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Dornik: Dornik [Slipcase]

Track List

>Stand in Your Line
>Second Thoughts
>Chain Smoke
>Something About You
>On My Mind

Album Reviews:

Clash (magazine) - "[T]he woozy funk of 'Standing In Your Line' is one of the singles of the year, and tracks such as 'Chain Smoke' are packed with irresistible hooks."

Album Notes

Personnel: Dornik (vocals, drum programming).

Liner Note Author: Dornik.

Photographer: Ruth Richardson-Child.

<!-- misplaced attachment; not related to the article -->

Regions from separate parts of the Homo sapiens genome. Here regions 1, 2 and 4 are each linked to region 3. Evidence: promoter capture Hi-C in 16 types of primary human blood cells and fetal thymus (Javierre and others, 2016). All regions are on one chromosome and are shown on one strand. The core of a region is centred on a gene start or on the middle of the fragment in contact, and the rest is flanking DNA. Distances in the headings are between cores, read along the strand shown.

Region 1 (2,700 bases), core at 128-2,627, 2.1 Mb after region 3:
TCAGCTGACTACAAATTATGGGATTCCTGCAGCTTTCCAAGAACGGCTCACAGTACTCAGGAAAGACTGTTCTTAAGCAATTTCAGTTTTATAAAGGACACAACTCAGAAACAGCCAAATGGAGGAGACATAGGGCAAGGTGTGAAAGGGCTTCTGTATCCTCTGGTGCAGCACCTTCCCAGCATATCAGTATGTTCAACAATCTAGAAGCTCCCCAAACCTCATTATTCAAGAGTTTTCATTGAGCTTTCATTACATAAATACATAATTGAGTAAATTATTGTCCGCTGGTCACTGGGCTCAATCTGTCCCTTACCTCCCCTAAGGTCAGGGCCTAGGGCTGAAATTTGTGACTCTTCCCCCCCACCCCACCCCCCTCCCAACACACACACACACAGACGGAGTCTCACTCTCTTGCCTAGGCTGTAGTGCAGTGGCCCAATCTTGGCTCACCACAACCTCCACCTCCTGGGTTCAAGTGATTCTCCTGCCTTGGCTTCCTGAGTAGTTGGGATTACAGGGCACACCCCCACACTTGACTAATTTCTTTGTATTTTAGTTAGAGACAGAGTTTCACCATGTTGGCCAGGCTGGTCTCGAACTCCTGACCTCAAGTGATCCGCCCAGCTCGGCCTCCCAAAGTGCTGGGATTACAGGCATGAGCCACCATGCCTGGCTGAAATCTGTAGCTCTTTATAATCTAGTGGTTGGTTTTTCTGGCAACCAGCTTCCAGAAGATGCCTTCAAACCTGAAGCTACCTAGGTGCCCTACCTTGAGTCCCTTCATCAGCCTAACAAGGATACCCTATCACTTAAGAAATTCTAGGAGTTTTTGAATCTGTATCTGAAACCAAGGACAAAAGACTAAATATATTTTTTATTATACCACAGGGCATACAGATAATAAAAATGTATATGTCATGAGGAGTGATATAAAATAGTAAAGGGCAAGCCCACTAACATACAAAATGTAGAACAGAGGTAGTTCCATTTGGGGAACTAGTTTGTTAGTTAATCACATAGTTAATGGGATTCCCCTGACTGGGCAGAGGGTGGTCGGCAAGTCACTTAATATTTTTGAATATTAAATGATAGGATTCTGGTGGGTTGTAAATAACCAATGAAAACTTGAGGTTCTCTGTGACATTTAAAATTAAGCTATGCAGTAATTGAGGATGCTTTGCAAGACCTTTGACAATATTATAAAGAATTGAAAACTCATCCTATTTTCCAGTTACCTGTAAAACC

Referring to Dornik Leigh's first album simply as promising would be downplaying it. It's a rare debut liable to provoke a mix of admiration and envy from contemporaries, and quite possibly a lengthy queue of prospective collaborators. One peer pleased to uplift Dornik was Jessie Ware, who employed the South London native as a performing drummer and duet partner, then helped him join the PMR roster. Across a two-year period, Dornik scattered a few singles that provoked Michael Jackson comparisons. The series began with the swaying synth-funk ballad "Something About You," where his assured but slightly bashful delivery recalled the MJ of "Butterflies" (which happened to be co-written by fellow U.K. artist Marsha Ambrosius). That initial taste is here, as are most of the supplemental doses that preceded the album. They all fit together for a fluid 40-minute set of sweet modern soul that, accessible as it is, falls to the left of mainstream R&B. Seemingly written with one object of affection in mind, and all about the expression of admiration rather than the detailing of exploits, the lyrics -- and their modest delivery -- evoke the pre-new jack swing era, when the major players in U.K. R&B included Derek Bramble, David Grant, Freeez, and Loose Ends. Dornik gets only a little help. Andrew "Pop" Wansel assists on "Stand in Your Line," a song that's starry-eyed like Elle Varner's "I Don't Care," though certain elements could be mistaken for the work of Rick James or Quadron's Robin Hannibal. "Shadow," a weightless highlight, was written with poet and author Laura Dockrill. Pharrell Williams couldn't be faulted for reacting to it by throwing something out of recognition and jealousy. The ten-percent of the album that isn't a sparkling slow jam or midtempo cut is a swift and uplifting jam that approximates a super session with Dâm-Funk, the-Dream, and 1984 Prince. It leads off -- both a sly fake-out and a hell of a way to open one of 2015's most pleasurable debuts. ~ Andy Kellman


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